Good health seems like a gift most of us receive for thirty to forty years then it becomes a responsibility for the rest of our lives. Is this your experience? It has certainly been mine. I was lucky because I know that many of us did
not get this gift and struggle with health issues from early in life. However, I was extremely healthy for the first forty-five years of my life. I rarely even caught a cold. Being healthy was fortunate because I had no health insurance or family
support; if I became sick, I would be on my own.
There is an arrogance that comes with being healthy for a long time. I rarely visited the doctor or the dentist because I believed my body would take care of any challenges it faced. I was thirty-five
years old when I first saw the dentist. Can you imagine the amount of plaque that had accumulated in my mouth? I remember the dentist saying he wanted my healthy teeth, and I made a wisecrack that wished I had his money. He did not think my joke was funny.
One of the few times I went to the doctor, he told me that I should stay active because this was the source of my good health. I had a feeling of invincibility. I was delusional, but all the evidence supported this belief.
However, on my forty-fifth birthday,
all my delusions came crashing down. It was like someone had turned on a switch. I noticed that I was very thirsty and regularly had to run to the bathroom to urinate. Those days I was traveling every week to teach courses for IBM around the United States
and, on occasion, internationally. IBM had a policy that if you were flying across the country, you could travel in business class. I passed on the Pan American 747 jets cross country with a private business class compartment on the second floor of the
plane. I would board the aircraft, go upstairs, have a couple of drinks, and fall asleep, which made these 5-hour trips seem very short. I did not realize that I was falling asleep after a couple of drinks because I had diabetes, and the alcohol made
me dangerously ill.
My mother was a diabetic, had lost the function of her kidneys, and was on dialysis before she died suddenly from a heart attack. My father also died from diabetic complications, but none of these messages registered with me.
I was invincible, remember? However, one Monday during the summer of 1993, I felt a little off before my next trip on Tuesday. As you would expect, I did not have a doctor, so I went to an emergency room to get help. I gave them my symptoms of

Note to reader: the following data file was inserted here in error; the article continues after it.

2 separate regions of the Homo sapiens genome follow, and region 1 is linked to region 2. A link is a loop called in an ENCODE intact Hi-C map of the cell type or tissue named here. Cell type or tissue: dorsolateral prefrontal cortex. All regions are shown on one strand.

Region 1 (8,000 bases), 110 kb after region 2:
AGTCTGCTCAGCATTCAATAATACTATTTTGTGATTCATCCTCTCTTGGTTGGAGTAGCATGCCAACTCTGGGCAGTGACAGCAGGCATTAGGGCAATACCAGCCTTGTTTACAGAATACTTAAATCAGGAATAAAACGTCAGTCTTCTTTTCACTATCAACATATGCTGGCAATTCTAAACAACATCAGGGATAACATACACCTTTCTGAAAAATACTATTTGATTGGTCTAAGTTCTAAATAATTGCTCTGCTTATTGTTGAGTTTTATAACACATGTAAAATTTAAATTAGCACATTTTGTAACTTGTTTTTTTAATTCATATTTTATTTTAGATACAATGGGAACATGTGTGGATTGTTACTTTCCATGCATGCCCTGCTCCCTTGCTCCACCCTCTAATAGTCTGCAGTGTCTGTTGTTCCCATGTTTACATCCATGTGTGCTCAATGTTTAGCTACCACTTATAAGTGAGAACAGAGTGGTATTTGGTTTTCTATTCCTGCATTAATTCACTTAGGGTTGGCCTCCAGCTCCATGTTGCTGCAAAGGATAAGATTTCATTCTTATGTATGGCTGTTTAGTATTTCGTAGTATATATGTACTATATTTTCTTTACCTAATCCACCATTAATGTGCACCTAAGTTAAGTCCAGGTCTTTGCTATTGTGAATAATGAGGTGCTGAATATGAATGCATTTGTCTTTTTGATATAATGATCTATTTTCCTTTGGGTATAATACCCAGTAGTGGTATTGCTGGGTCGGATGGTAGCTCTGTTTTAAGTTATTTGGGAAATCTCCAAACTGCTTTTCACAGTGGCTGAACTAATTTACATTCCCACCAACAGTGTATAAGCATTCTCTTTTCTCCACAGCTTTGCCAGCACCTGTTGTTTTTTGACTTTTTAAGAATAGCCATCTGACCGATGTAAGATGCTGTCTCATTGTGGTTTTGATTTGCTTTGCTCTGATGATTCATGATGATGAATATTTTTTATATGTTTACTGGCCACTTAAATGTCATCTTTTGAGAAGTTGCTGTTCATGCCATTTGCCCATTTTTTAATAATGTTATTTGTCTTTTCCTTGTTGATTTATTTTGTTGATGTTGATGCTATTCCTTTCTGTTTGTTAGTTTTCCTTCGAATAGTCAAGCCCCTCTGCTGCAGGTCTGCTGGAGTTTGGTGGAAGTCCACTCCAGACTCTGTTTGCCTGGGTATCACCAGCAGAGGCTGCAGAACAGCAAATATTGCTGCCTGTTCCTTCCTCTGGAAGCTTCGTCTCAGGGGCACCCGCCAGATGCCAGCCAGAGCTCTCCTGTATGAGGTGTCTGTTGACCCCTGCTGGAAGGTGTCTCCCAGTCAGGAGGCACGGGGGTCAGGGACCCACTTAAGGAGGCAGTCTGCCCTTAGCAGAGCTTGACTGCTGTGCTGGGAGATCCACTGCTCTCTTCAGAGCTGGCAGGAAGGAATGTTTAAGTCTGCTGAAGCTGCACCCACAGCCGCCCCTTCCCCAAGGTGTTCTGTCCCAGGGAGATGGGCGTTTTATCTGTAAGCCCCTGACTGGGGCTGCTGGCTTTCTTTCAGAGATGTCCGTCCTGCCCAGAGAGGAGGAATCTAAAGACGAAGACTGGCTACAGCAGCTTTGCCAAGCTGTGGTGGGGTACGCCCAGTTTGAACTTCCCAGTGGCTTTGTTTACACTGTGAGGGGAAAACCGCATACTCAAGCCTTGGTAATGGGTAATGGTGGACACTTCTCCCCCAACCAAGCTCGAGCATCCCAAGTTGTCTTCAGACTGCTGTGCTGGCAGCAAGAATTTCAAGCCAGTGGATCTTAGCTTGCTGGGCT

frequent urination and high thirst. The physician's assistant, who was helping me, decided to check my blood sugar level.
A person who did not have diabetes would have blood glucose levels of approximately 130 milligrams per decilitre of blood before
meals. If the measurements exceed this limit, that person is most likely diabetic. The physician's assistant used instruments ranging from 0 decilitres to 600 decilitres. When he measured my blood glucose level, it registered 600. Naively, I asked him if this
was a high measurement. He answered that he had never seen it higher. He left immediately to get the doctor, who panicked into the room and told me to go directly to the hospital because I had an extreme case of diabetes. As soon as I arrived at the hospital,
I was put into a wheelchair and taken to a private room. I don't think I even filled out any forms. Nurses and doctors surrounded me, taking my vital signs and measuring my blood glucose levels more precisely. My blood glucose level was not 600 milligrams;
it was 750 milligrams. The doctors feared that I would fall into a diabetic coma and did everything they could to stabilize me. I felt no distress but a degree of panic of the concern in the eyes of the people treating me.
I was in the hospital
for a week with a blood glucose level as high as 400 milligrams. The doctors were not able to completely get my blood sugars under control. So, they counseled me on how to manage my diabetes. They said I would have to take an insulin injection every day
for the rest of my life. Still, before starting the regimen, they wanted me to take some oral medication which they believed would not work. Still, he wanted me to have the opportunity to avoid the insulin injections. I left the hospital weak, scared, and
confused. I went to the library to research how to manage diabetes and found out that if I did regular exercise and controlled the carbohydrate, I ate each day, I would have a good chance of managing my diabetes without insulin shots. This information
gave me hope. I was too weak to run, but I could walk. As soon as I started to walk, my sugar levels returned to normal. I told the doctor the good news, but he was not impressed. He said this was only a temporary remission and that diabetes would return
shortly. However, his pessimism or realism did not discourage me. I was stronger than I was when I left the hospital, meaning I could run. I decided to run 5 miles a day every day to keep this diabetes under control. I did this for ten years, and I had no
diabetic symptoms during that time. The doctor was amazed, and he took me off all medication. I have been managing my diabetes for the last twenty-four years, but it becomes more challenging as I age.